With Matera we had reached the region of Basilicata. The town lies above a canyon carved by a river. The part known as la città sotterranea (“the underground city”) is a complex of cave dwellings carved into the ancient river canyon. From the other side of the canyon we had a great view over the town.
The cathedral was built in the Apulian Romanesque style in the 13th century on the ridge that forms the highest point of the city of Matera. Much of the interior received a Baroque-style decoration in the 17th and 18th century, including gilded stuccoes and frames. On the left stands the 52 metres high campanile, a landmark from every side.
By the late 1800s, Matera’s cave dwellings, called Sassi, became noted for intractable poverty, poor sanitation, meager working conditions, and rampant disease. Evacuated in 1952, the population was relocated to modern housing, and the Sassi (Italian for “stones”) lay abandoned until the 1980s.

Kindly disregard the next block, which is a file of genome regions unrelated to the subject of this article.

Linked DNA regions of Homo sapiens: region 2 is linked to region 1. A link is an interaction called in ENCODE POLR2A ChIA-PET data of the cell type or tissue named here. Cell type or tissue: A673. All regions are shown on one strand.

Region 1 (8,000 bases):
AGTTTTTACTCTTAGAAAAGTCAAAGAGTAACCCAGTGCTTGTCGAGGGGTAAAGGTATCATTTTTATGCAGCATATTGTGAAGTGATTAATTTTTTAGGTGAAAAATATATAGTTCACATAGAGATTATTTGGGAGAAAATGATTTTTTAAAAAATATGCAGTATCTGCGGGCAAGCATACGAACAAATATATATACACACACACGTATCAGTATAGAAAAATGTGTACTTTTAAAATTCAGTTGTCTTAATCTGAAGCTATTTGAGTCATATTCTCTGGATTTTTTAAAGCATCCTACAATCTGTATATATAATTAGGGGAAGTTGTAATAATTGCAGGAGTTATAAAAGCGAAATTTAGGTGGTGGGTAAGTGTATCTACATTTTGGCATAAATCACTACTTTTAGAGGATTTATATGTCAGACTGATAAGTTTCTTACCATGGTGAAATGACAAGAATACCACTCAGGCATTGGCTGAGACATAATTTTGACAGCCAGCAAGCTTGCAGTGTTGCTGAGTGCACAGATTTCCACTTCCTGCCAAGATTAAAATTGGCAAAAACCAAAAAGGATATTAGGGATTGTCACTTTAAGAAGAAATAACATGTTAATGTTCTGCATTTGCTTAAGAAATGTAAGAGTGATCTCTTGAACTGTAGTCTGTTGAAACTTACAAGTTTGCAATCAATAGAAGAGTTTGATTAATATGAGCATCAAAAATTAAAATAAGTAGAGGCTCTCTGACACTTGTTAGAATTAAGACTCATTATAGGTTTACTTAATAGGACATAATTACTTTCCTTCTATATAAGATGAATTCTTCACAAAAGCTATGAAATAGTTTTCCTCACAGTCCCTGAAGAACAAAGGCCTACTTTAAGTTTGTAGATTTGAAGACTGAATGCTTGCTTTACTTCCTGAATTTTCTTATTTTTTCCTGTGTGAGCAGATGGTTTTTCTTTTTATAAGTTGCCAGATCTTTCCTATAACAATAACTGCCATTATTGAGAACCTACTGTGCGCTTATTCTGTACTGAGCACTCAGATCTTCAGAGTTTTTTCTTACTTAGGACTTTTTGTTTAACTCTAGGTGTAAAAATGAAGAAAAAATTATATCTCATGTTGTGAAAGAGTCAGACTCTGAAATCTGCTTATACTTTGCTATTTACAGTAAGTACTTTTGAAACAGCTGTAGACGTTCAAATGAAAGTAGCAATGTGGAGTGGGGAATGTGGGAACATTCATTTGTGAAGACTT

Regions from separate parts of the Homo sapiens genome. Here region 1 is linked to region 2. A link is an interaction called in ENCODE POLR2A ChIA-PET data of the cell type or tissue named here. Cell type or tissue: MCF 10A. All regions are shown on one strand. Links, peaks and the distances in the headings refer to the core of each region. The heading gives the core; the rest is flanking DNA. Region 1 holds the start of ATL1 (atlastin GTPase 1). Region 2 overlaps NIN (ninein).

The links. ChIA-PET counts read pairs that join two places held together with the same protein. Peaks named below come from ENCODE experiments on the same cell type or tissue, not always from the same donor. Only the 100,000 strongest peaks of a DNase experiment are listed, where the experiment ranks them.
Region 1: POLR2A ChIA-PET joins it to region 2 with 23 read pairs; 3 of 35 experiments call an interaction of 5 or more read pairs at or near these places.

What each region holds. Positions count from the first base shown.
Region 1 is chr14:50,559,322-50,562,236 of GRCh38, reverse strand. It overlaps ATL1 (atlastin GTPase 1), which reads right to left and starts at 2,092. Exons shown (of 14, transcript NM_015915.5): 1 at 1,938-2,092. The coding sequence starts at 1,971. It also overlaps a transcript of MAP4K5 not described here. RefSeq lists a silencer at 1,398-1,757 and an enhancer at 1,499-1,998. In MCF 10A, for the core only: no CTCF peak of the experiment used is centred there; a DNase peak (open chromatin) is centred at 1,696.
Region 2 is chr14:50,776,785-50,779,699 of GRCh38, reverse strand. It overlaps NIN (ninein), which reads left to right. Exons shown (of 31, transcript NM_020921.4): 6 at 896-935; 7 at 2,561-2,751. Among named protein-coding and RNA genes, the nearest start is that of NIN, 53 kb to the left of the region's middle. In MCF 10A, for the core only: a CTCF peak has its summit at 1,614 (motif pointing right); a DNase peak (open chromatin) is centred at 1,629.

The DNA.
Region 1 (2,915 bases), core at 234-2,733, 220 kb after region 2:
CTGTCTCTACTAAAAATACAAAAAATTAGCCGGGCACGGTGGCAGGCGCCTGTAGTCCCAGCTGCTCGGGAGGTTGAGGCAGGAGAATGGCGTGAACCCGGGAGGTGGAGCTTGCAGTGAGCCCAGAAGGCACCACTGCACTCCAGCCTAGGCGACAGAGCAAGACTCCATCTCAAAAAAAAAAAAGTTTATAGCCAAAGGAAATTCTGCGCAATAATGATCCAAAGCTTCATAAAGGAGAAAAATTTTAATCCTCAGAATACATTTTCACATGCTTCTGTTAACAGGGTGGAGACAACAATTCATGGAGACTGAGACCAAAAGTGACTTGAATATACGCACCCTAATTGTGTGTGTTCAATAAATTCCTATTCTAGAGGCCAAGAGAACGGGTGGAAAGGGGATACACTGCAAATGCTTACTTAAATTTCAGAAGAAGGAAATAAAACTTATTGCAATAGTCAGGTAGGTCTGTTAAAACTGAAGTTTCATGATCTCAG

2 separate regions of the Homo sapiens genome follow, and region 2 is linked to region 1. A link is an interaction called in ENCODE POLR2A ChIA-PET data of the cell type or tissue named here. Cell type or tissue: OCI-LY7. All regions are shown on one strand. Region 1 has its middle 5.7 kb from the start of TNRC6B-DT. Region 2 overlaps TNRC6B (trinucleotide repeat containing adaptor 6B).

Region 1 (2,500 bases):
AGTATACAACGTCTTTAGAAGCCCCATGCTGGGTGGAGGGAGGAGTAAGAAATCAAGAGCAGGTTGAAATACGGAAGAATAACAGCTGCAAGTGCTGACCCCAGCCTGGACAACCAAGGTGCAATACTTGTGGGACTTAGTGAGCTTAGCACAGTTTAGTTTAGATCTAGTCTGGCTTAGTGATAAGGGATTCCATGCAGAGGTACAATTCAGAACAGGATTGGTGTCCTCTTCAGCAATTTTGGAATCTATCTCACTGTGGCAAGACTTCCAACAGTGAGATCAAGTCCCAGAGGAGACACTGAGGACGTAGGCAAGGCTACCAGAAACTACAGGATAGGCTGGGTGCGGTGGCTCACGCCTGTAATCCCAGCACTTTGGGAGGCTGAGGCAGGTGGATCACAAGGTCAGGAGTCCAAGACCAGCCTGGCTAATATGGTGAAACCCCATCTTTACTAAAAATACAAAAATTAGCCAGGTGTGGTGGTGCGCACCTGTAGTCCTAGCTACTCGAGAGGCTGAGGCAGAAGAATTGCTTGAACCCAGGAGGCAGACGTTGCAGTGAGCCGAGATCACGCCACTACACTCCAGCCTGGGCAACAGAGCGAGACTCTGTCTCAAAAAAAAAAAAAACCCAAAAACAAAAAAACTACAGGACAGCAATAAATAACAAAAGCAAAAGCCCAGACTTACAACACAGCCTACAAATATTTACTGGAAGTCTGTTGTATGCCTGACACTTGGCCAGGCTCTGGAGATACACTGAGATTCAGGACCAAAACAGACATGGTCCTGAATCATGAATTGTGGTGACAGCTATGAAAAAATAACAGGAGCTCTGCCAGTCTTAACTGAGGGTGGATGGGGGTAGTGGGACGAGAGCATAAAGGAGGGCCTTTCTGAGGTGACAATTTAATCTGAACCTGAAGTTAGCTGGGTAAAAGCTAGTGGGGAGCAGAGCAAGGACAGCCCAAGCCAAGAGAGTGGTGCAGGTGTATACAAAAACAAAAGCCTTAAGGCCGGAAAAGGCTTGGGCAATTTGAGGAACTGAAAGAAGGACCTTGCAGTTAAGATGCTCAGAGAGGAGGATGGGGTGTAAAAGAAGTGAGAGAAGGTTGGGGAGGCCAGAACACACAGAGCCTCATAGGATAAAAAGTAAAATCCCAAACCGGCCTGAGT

Today the cave dwellings are of great touristic interest, with hotels, small museums, restaurants and an arts community. At this time of the year a lot is closed, but there were other tourists wandering the streets of the Sassi.
The family lived and slept in one room, all the animals in the next room. There was access to a cistern for water and a big pipe, which led outside into the canyon, was used as toilet.
We found a bar/ristorante, where we had some pasta and wine and could warm up, as it was already very cold and windy outside.
After our visit to Matera, we drove down to the coast, stopping at Tavole Palatine, the remains of a Greek temple of the sixth century BC, dedicated to the goddess Hera. The temple was part of a countryside sanctuary near Metapontum, once an important city of Magna Graecia.
We will follow the coast in direction of Rossano now, where we are looking for a very old book – more on our next post!